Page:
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December Events

MLA News < Article detail

MLA '18 Plenary 4 Recap: Dr. Dara Richardson-Heron

On Wednesday, May 23, Chief Engagement Officer of the National Institutes of Health’s All of Us Research Program, Dr. Dara Richardson-Heron shared an overview of the program with attendees of MLA '18’s Plenary 4 session.

The All of Us Research Program (AoU) is seeking to recruit at least one million volunteers to share their health information with the National Institute of Health (NIH). The goal of AoU is to advance the Precision Medicine Initiative, which NIH defines as health care that is based on each individual and focuses on the prevention and treatment of diseases that account for differences in factors like lifestyle, biology, and family history. Dr. Richardson-Heron described precision medicine as delivering the “right treatment for the right person at the right time” and shared examples of precision medicine at work, such as eyeglass prescriptions, insulin pumps, blood transfusions, and hearing aids.

Why is All of Us being conducted now? Dr. Richardson-Heron said that the time for this type of large-scale research endeavor is right because advanced technology allows for the collection of huge amounts of data, more people are engaged with their health, and researchers have a greater understanding of human genes.

AoU is seeking to recruit a diverse pool of participants from all populations, and the program is open to those that are both healthy and sickly. AoU promises to ensure participant privacy and to provide participants with a chance to learn more about their own health. Dr. Richardson-Heron stated that researchers and providers will be able to request access to AoU data to research methods of providing more “precise, impactful, effective care.”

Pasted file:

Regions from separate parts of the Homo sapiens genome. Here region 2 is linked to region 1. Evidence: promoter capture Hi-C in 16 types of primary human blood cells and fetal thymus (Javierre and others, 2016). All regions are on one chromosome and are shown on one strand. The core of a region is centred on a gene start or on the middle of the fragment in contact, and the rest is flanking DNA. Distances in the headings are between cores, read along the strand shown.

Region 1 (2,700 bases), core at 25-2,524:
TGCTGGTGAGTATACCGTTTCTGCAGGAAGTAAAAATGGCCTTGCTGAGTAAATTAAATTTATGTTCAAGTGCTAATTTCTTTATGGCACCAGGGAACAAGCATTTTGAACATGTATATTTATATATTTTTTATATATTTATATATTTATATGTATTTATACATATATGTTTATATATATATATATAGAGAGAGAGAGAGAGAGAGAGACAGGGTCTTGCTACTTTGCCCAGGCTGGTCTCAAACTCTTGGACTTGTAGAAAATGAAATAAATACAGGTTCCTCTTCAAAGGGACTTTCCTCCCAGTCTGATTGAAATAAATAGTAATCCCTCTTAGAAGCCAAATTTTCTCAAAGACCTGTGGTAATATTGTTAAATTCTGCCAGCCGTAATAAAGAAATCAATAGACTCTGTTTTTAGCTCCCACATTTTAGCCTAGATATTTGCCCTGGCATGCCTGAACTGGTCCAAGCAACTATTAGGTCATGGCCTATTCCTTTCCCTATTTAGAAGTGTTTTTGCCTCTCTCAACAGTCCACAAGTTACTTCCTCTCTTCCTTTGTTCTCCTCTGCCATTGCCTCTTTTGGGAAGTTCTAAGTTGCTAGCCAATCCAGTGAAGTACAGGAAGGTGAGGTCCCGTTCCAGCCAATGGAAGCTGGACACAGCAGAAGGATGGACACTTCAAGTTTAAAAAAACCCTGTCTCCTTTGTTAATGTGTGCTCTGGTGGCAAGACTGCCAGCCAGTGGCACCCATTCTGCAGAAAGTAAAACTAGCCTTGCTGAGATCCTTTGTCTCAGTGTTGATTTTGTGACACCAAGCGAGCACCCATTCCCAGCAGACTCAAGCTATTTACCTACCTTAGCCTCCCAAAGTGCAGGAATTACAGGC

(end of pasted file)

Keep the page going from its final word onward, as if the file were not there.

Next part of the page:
Dr. Richardson-Heron also outlined AoU’s partnership with the National Networks of Libraries of Medicine (NNLM). She emphasized that libraries are not being asked to recruit participants, but that they are welcome to provide education and awareness about the program. AoU plans to highlight libraries as resources for participants that need access to technology. Libraries will be able to take advantage of AoU’s traveling exhibit kits, and libraries can also partner with NNLM to design regionally relevant AoU engagement activities for their communities.

Dr. Richardson-Heron invited libraries that are interested in getting involved AoU to contact Amanda Wilson (Head, National Network Coordinating Office, Library Operations, National Library of Medicine) at amanda.wilson@nih.gov. Individuals that are interested in learning more can visit the AoU website for more information. 

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